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Crackle paint instantly creates an aged, distressed, worn, or antique "cracked by time and use" effect on a variety of surfaces. It can be used on wood, particleboard, chipboard, heavy duty cardboard, or paper mache. The paint is applied on the surface like normal paint, but cracks as it dries. It is available in a wide range of colors, just like conventional interior paint.
This type of pain was not originally a paint but a technique used to make painted surfaces look aged and worn. The effect was created by applying one of several transparent varnish-like concoctions, some store-bought and some homemade, to a dry painted surface. Ideally, the colors of the painted surfaces would be highly contrasted to make the distressed effects clearly visible. Although using a base coat that is darker than the crackle finish is most popular, reversing the colors and using a lighter base under a darker crackle finish is also a common choice. Layering several colors of regular paint and crackle paint to add depth to the finished product is another option.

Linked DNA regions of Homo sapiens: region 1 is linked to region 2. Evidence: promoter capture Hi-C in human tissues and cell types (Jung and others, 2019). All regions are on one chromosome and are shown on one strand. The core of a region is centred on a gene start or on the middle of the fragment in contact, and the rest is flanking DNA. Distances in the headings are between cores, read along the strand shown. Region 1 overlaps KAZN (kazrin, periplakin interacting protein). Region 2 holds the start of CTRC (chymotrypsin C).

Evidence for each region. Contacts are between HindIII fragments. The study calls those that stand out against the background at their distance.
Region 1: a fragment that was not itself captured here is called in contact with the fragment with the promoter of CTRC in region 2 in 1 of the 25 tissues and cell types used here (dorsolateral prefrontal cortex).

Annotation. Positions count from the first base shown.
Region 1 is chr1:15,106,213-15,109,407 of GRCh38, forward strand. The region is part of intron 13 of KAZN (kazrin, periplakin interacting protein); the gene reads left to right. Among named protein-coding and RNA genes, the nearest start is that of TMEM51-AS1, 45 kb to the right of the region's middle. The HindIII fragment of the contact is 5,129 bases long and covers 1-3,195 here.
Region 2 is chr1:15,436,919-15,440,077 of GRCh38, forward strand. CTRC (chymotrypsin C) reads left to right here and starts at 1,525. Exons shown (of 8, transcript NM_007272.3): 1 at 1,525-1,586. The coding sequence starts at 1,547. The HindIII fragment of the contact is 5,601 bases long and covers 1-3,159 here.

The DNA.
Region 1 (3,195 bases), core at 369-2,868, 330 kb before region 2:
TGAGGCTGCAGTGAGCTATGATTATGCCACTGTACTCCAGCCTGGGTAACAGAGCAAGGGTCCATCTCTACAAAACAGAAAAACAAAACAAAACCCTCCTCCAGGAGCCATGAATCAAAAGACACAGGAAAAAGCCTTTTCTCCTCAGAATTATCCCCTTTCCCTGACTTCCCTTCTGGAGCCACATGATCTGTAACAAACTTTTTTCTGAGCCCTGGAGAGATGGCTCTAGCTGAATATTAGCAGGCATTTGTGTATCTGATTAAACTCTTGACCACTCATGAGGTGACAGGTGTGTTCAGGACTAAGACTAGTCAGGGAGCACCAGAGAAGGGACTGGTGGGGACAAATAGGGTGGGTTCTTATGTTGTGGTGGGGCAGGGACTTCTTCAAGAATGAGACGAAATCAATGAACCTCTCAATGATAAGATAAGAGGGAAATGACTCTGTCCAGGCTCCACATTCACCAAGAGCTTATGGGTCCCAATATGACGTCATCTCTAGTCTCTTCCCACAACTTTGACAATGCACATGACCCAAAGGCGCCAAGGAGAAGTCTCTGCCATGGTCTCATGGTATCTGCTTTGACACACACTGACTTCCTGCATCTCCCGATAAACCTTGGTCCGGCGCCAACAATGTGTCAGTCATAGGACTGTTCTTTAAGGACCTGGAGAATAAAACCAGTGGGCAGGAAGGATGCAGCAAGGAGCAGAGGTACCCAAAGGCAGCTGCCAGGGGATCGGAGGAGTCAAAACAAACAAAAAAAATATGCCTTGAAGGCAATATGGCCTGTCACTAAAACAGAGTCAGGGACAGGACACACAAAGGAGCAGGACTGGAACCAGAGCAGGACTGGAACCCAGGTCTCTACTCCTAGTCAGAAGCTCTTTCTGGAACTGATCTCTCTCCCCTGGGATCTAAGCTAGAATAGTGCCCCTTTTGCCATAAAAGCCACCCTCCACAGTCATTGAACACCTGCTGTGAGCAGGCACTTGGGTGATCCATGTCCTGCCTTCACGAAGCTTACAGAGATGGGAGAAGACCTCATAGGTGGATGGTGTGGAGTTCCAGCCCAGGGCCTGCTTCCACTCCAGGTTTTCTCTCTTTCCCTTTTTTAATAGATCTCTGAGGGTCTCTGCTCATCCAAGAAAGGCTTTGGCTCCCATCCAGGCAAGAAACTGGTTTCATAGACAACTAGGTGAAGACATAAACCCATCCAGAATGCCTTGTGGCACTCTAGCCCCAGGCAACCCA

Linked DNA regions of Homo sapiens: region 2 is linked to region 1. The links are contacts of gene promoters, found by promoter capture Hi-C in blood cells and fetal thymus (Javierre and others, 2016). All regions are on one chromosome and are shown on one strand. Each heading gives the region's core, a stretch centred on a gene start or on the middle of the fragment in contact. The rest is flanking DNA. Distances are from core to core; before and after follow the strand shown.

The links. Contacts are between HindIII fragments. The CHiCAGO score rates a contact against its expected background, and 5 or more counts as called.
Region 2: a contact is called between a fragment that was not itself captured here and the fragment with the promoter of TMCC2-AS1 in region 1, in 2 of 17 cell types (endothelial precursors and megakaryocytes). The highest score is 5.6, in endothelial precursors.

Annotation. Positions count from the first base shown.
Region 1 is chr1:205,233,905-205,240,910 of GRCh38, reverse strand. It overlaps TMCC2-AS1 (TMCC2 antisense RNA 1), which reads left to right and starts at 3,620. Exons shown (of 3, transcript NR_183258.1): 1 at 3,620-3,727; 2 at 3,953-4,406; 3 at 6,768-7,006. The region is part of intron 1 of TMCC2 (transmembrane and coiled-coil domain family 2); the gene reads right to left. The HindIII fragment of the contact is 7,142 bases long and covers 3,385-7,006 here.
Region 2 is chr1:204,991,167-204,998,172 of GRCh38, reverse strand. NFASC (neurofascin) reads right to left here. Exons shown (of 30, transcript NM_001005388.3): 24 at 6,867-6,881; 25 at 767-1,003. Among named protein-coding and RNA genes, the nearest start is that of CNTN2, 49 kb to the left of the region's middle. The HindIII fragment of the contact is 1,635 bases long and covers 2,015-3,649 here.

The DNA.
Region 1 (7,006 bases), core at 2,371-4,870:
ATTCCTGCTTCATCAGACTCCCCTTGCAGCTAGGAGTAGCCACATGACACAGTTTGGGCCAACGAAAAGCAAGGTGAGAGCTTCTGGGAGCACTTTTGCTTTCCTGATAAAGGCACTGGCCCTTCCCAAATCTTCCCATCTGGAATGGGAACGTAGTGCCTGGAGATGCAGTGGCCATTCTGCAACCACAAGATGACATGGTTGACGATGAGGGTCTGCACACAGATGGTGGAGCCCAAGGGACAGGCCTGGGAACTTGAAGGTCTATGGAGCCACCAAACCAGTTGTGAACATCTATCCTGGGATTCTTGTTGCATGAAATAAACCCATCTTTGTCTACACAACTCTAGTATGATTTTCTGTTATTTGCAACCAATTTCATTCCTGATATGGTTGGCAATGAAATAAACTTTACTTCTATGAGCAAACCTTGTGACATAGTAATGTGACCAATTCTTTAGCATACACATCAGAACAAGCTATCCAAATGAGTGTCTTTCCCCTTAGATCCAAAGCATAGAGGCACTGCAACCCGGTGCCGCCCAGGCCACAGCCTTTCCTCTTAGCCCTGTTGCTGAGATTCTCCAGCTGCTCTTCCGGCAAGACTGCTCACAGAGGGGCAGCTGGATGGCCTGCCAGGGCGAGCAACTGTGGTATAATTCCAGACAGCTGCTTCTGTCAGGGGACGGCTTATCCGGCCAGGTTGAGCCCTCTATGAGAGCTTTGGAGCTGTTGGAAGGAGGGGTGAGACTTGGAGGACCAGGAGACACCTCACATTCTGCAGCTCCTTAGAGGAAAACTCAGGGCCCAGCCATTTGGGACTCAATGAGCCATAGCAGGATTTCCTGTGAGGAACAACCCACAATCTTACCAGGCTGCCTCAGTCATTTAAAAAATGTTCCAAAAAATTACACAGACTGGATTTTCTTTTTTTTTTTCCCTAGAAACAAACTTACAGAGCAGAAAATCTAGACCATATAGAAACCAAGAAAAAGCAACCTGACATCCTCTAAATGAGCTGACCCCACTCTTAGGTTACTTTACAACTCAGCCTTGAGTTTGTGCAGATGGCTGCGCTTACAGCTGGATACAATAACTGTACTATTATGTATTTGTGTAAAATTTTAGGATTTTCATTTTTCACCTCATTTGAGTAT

As an alternative to using the colored crackle paint, two of the popular crackle top coats available in stores are clear liquids. One is a chemically-based varnish, and the other is water-based. Both types can be applied with a traditional natural or plastic bristle brush or a foam brush, which provides more control of the paint when it is being applied. Colored crackle paint is increasingly popular, although beginners still often choose the clear variety for its ease of application and simple, straightforward effects.
While the initial application of crackle paint is fairly simple, achieving more dramatic results requires additional finishes and more advanced techniques. Some glazes applied on top of the base coat and crackle layers create the effects of cracked porcelain, weathered paint, or metallic finishes. The glazes can be applied with a variety of brushes, finishing tools, and techniques to create the illusion hairline cracks or large fissions in the painted surface.
The way crackle paint works is quite simple. In fact, the results it produces used to be the end product of a failed paint job that dried too quickly or unevenly. When the paint dries, it creates bubbles, ridges, and cracks that create a three dimensional finish. This can be made more dramatic by adding more coats of clear or colored paint and using brush and stroke techniques to add depth to the finished product.
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